Thoughts about using function input parameters also as outputs?

A bit of background. I never programmed in C or C++. I have programmed a great deal in Scala, TypeScript/JavaScript, a bit of Python and dabbled a bit in Haskell due to the Scala influence. And it was while using Haskell it was ingrained in me, that it is best to consider functions as mathematical functions (nothing religious here but best practice), where you have input and the only thing the function does is to compute an output.

And from a cognitive load point of view, I agree with this. It is easier when you know an arguments to a function is just an input, and if you want something out of the function, you get it via the return value.

But I see code in Rust, especially the ones that has to deal with reading data, where a buffer variable is passed into a function, and the effect of that function is to populate this buffer variable.

Sometimes this same function will also have a return value!

I later also saw this seems to be a common practice in C too.

I personally find this to be confusing...or maybe I am looking at it from the wrong perspective?

Why i such pattern used instead of it to be considered a bad practice? And are there specific cases where it makes sense the most?

If you pass a pointer to a buffer into a function and inside that function modify the buffer then you only need to pass a pointer into the function.
If you pass the whole buffer into the function then read back the buffer from the function at the end, you are potentially passing a large chunk of buffer memory around.


Because Rust is practical language and it's goal is not to explore theoretical possibilities of what's possible but to deliver software which people can use to do real work.

Allocation of memory for buffer is expensive thus it's better to reuse it. It's as simple as that.

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My personal view of this is that, in a “mathematical function” interpretation sense, a &mut T parameter to a function ought to be interpreted as passing a T in and getting a new T out. And in practice, it is almost equivalent, you can adapt either way, one of the adapters requiring a helper function as defined e.g. by the replace_with crate:

fn foo<T>(r: &mut T) { todo!() }

fn foo_adapted<T>(x: T) -> T {
    let mut y = x;
    foo(&mut y);

fn bar<T>(x: T) -> T { todo!() }

fn bar_adapted<T>(r: &mut T) {
    replace_with::replace_with_or_abort(r, bar)

Rust Explorer

The only actual difference between the two signatures is the behavior when panicking. The &mut T will leave the T intact (though possibly in a weird / unexpected state) whilst in the T -> T version, the T would be dropped on panic. Since panics are often not caught (or only caught on a much higher level where the T would have been dropped either way), this distinction commonly doesn’t matter all that much.

Of course, &mut T return types are a bit harder to assign mathematical meaning [in terms of “pure” mathematical functions] to (though I’m certain someone has thought about how that might be possible). In fact, I believe that one should consider all rust functions that only do mutation through &mut T reference (or to local variables) as pure functions without side-effects. In my view, side-effects only come into play once IO is involved, or once “interior mutability” primitives are used.

Note that the behavior on panicking is really the only semantic difference for fn(&mut T) vs fn(T) -> T in Rust. This is unlike other languages like C++. It’s essential that &mut T promises exclusive access to its target which allows us to interpret it as a side-effect-free operation. We don’t modify anything that anyone else could observe before the function returns, and this exclusive access is proven by static analysis… so, long story short, reasoning about &mut T parameters in Rust is just as easy as reasoning about passing around immutable values. In languages like C++, passing a pointer or reference will however always immediately introduce at least the possibility of shared mutable access, side-effects affecting far-away parts of out program, it only stays easy to reason above if you yourself figure out that there was unique (un-shared) mutable access, but you’ll need to analyze your program yourself to come to that conclusion, and the compiler won’t help you. Which is a shame, because in practice, you quite often do have exclusive access so reasoning about programs becomes harder unnecessarily in such cases, just by the fact that the compiler doesn’t give you any certainty about whether or not your in the “easy to reason about” case. Maybe writing good comments in such cases can rectify the situation, though that’s then more effort on the writing the program part, though probably it’s worth it.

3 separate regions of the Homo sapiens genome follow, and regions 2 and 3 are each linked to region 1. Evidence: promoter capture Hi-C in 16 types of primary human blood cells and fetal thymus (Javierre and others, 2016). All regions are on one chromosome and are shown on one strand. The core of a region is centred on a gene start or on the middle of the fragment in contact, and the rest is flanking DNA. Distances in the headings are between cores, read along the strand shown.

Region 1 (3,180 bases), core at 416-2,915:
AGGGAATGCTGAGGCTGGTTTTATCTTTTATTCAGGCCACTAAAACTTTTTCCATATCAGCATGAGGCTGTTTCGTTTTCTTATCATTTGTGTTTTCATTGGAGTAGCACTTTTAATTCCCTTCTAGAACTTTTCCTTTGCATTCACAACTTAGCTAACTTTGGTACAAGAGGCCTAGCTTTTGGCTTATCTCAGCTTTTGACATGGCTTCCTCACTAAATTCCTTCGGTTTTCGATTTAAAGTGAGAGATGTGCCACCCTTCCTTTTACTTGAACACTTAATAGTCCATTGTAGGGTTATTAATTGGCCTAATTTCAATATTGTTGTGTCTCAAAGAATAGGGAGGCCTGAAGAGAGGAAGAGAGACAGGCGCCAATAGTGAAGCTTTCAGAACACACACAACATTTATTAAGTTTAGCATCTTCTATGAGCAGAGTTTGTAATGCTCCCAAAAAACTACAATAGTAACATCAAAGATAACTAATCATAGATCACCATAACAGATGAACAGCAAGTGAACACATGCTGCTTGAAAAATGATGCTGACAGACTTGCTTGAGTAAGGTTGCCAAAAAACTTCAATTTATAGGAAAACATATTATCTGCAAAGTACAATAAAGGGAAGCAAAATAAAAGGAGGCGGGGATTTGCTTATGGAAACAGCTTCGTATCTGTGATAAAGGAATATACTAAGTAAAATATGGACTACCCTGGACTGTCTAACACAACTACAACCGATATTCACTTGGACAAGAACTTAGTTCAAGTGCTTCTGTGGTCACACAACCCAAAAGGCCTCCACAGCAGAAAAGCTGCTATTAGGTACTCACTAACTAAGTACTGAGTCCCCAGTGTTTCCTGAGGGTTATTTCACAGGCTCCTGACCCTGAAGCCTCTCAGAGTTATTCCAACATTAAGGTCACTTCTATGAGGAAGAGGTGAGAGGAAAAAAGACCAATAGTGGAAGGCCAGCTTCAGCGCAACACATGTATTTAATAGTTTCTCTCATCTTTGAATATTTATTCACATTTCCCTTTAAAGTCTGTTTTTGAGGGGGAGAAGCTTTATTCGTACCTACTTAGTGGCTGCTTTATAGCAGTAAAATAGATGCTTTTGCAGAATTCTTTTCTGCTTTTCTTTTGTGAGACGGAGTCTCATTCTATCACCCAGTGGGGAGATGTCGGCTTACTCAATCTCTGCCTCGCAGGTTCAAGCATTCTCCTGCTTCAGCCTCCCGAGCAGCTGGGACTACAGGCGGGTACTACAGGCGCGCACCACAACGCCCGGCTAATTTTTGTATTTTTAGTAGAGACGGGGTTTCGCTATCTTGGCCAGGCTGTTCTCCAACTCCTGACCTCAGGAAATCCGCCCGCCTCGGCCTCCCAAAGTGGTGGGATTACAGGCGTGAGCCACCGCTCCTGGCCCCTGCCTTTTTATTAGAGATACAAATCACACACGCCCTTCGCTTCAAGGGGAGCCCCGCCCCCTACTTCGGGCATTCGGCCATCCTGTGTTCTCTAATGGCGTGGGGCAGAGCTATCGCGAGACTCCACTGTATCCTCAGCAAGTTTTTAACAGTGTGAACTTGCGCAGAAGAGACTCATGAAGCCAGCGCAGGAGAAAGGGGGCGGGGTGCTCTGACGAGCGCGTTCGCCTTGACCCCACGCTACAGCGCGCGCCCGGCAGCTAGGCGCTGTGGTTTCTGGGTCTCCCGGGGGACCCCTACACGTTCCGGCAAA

The case of a &mut … argument being a buffer to be filled fits the easy case to interpret case of &mut T being a parameter, not a return type, so the question that arises is: Why not pass a buffer in, and return it back modified? And maybe the first question before that, why pass in an empty buffer in the first place? The last question is easily answered: Performance reasons. By passing in an existing buffer, one can possibly use existing capacity in the buffer (e.g. if it’s a String or a Vec<T>) and avoid re-allocations, particularly in case the buffer is cleared and re-used for multiple calls.

Why not pass it in and back out? I’d say there are four aspects I can come up with:

  • moving has some small overhead, too; &mut T is simply (slightly) more efficient than passing in and back out an owned T
  • convenience: mutable references are convenient to work with, especially when your functions are written in an imperative style and local variables shall be mutated. Then it’s convenient to be able to – say – call v.push(…) on your v: Vec<T> variable instead of needing some kind of v = v.push(…)
  • generality: there are the two alternatives T -> T and &mut T in the language; with that as a given, as you can witness above, it’s more straightforward (especially if you don’t like the possibility of aborting your program) to apply a fn(&mut T) in a situation where you need a T -> T transform than the other way. So API tends to use &mut T to be more generally useful